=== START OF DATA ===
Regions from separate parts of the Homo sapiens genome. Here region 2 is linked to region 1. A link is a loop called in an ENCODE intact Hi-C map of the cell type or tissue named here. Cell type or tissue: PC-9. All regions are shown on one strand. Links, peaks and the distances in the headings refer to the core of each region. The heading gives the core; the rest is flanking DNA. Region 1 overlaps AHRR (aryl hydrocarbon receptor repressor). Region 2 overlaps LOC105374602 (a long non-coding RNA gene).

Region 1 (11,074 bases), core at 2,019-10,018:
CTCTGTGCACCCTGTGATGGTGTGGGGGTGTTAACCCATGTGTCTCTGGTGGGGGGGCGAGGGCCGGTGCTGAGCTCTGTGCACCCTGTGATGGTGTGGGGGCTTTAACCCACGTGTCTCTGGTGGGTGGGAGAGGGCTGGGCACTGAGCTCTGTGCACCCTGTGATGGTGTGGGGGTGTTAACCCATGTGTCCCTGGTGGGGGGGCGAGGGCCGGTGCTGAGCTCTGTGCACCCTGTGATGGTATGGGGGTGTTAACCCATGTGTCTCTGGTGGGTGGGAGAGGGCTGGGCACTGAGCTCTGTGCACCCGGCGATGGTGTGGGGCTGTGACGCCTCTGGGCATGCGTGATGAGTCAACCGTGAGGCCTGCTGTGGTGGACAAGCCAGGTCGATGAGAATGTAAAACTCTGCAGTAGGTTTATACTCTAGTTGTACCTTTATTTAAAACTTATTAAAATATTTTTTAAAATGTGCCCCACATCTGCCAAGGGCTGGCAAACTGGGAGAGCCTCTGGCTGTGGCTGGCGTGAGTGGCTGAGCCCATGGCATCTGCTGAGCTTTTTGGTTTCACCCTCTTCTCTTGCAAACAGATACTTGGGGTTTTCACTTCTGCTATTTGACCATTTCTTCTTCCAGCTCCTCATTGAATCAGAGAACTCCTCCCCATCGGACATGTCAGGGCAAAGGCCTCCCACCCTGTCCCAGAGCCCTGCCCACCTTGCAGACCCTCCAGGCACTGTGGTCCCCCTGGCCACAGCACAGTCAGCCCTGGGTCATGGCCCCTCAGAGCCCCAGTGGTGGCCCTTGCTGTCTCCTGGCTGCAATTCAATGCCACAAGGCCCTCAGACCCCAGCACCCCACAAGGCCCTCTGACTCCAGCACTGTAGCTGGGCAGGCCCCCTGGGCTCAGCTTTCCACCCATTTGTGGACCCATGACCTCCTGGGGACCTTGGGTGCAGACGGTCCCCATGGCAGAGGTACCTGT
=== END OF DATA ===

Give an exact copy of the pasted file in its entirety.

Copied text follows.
Regions from separate parts of the Homo sapiens genome. Here region 2 is linked to region 1. A link is a loop called in an ENCODE intact Hi-C map of the cell type or tissue named here. Cell type or tissue: PC-9. All regions are shown on one strand. Links, peaks and the distances in the headings refer to the core of each region. The heading gives the core; the rest is flanking DNA. Region 1 overlaps AHRR (aryl hydrocarbon receptor repressor). Region 2 overlaps LOC105374602 (a long non-coding RNA gene).

Region 1 (11,074 bases), core at 2,019-10,018:
CTCTGTGCACCCTGTGATGGTGTGGGGGTGTTAACCCATGTGTCTCTGGTGGGGGGGCGAGGGCCGGTGCTGAGCTCTGTGCACCCTGTGATGGTGTGGGGGCTTTAACCCACGTGTCTCTGGTGGGTGGGAGAGGGCTGGGCACTGAGCTCTGTGCACCCTGTGATGGTGTGGGGGTGTTAACCCATGTGTCCCTGGTGGGGGGGCGAGGGCCGGTGCTGAGCTCTGTGCACCCTGTGATGGTATGGGGGTGTTAACCCATGTGTCTCTGGTGGGTGGGAGAGGGCTGGGCACTGAGCTCTGTGCACCCGGCGATGGTGTGGGGCTGTGACGCCTCTGGGCATGCGTGATGAGTCAACCGTGAGGCCTGCTGTGGTGGACAAGCCAGGTCGATGAGAATGTAAAACTCTGCAGTAGGTTTATACTCTAGTTGTACCTTTATTTAAAACTTATTAAAATATTTTTTAAAATGTGCCCCACATCTGCCAAGGGCTGGCAAACTGGGAGAGCCTCTGGCTGTGGCTGGCGTGAGTGGCTGAGCCCATGGCATCTGCTGAGCTTTTTGGTTTCACCCTCTTCTCTTGCAAACAGATACTTGGGGTTTTCACTTCTGCTATTTGACCATTTCTTCTTCCAGCTCCTCATTGAATCAGAGAACTCCTCCCCATCGGACATGTCAGGGCAAAGGCCTCCCACCCTGTCCCAGAGCCCTGCCCACCTTGCAGACCCTCCAGGCACTGTGGTCCCCCTGGCCACAGCACAGTCAGCCCTGGGTCATGGCCCCTCAGAGCCCCAGTGGTGGCCCTTGCTGTCTCCTGGCTGCAATTCAATGCCACAAGGCCCTCAGACCCCAGCACCCCACAAGGCCCTCTGACTCCAGCACTGTAGCTGGGCAGGCCCCCTGGGCTCAGCTTTCCACCCATTTGTGGACCCATGACCTCCTGGGGACCTTGGGTGCAGACGGTCCCCATGGCAGAGGTACCTGT